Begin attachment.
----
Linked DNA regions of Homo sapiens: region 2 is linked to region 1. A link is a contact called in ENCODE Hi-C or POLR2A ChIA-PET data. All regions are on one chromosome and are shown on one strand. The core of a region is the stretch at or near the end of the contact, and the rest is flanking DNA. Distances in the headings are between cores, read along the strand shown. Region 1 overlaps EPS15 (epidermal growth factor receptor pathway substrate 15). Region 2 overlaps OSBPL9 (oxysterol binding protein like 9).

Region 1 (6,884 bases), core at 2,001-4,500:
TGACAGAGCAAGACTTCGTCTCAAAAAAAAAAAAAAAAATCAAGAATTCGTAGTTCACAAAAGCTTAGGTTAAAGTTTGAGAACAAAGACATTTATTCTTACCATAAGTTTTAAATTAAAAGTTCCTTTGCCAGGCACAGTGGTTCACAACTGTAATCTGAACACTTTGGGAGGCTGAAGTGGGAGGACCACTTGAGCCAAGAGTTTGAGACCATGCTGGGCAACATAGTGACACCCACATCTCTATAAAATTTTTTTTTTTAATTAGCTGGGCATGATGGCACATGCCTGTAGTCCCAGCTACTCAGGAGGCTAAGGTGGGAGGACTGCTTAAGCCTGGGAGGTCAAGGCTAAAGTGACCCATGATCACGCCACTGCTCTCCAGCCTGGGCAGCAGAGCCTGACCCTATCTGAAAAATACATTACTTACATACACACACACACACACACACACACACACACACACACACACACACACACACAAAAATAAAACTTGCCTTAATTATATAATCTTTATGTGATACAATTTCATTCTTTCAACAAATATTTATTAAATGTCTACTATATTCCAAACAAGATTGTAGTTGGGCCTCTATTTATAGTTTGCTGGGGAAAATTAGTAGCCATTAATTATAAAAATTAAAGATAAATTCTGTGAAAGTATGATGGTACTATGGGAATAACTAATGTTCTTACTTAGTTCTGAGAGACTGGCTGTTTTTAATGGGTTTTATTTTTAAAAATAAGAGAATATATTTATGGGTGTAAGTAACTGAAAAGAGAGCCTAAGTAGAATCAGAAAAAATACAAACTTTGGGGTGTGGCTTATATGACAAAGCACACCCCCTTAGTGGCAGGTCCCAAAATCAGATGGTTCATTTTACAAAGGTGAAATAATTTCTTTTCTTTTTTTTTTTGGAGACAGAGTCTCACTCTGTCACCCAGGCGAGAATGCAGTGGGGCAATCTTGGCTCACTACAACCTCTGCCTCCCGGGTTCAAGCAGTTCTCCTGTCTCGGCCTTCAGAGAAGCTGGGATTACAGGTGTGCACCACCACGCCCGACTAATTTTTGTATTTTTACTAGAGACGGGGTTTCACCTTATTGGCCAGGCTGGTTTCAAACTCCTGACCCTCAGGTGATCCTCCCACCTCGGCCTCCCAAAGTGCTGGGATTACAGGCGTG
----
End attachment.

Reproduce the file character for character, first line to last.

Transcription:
Linked DNA regions of Homo sapiens: region 2 is linked to region 1. A link is a contact called in ENCODE Hi-C or POLR2A ChIA-PET data. All regions are on one chromosome and are shown on one strand. The core of a region is the stretch at or near the end of the contact, and the rest is flanking DNA. Distances in the headings are between cores, read along the strand shown. Region 1 overlaps EPS15 (epidermal growth factor receptor pathway substrate 15). Region 2 overlaps OSBPL9 (oxysterol binding protein like 9).

Region 1 (6,884 bases), core at 2,001-4,500:
TGACAGAGCAAGACTTCGTCTCAAAAAAAAAAAAAAAAATCAAGAATTCGTAGTTCACAAAAGCTTAGGTTAAAGTTTGAGAACAAAGACATTTATTCTTACCATAAGTTTTAAATTAAAAGTTCCTTTGCCAGGCACAGTGGTTCACAACTGTAATCTGAACACTTTGGGAGGCTGAAGTGGGAGGACCACTTGAGCCAAGAGTTTGAGACCATGCTGGGCAACATAGTGACACCCACATCTCTATAAAATTTTTTTTTTTAATTAGCTGGGCATGATGGCACATGCCTGTAGTCCCAGCTACTCAGGAGGCTAAGGTGGGAGGACTGCTTAAGCCTGGGAGGTCAAGGCTAAAGTGACCCATGATCACGCCACTGCTCTCCAGCCTGGGCAGCAGAGCCTGACCCTATCTGAAAAATACATTACTTACATACACACACACACACACACACACACACACACACACACACACACACACACACAAAAATAAAACTTGCCTTAATTATATAATCTTTATGTGATACAATTTCATTCTTTCAACAAATATTTATTAAATGTCTACTATATTCCAAACAAGATTGTAGTTGGGCCTCTATTTATAGTTTGCTGGGGAAAATTAGTAGCCATTAATTATAAAAATTAAAGATAAATTCTGTGAAAGTATGATGGTACTATGGGAATAACTAATGTTCTTACTTAGTTCTGAGAGACTGGCTGTTTTTAATGGGTTTTATTTTTAAAAATAAGAGAATATATTTATGGGTGTAAGTAACTGAAAAGAGAGCCTAAGTAGAATCAGAAAAAATACAAACTTTGGGGTGTGGCTTATATGACAAAGCACACCCCCTTAGTGGCAGGTCCCAAAATCAGATGGTTCATTTTACAAAGGTGAAATAATTTCTTTTCTTTTTTTTTTTGGAGACAGAGTCTCACTCTGTCACCCAGGCGAGAATGCAGTGGGGCAATCTTGGCTCACTACAACCTCTGCCTCCCGGGTTCAAGCAGTTCTCCTGTCTCGGCCTTCAGAGAAGCTGGGATTACAGGTGTGCACCACCACGCCCGACTAATTTTTGTATTTTTACTAGAGACGGGGTTTCACCTTATTGGCCAGGCTGGTTTCAAACTCCTGACCCTCAGGTGATCCTCCCACCTCGGCCTCCCAAAGTGCTGGGATTACAGGCGTG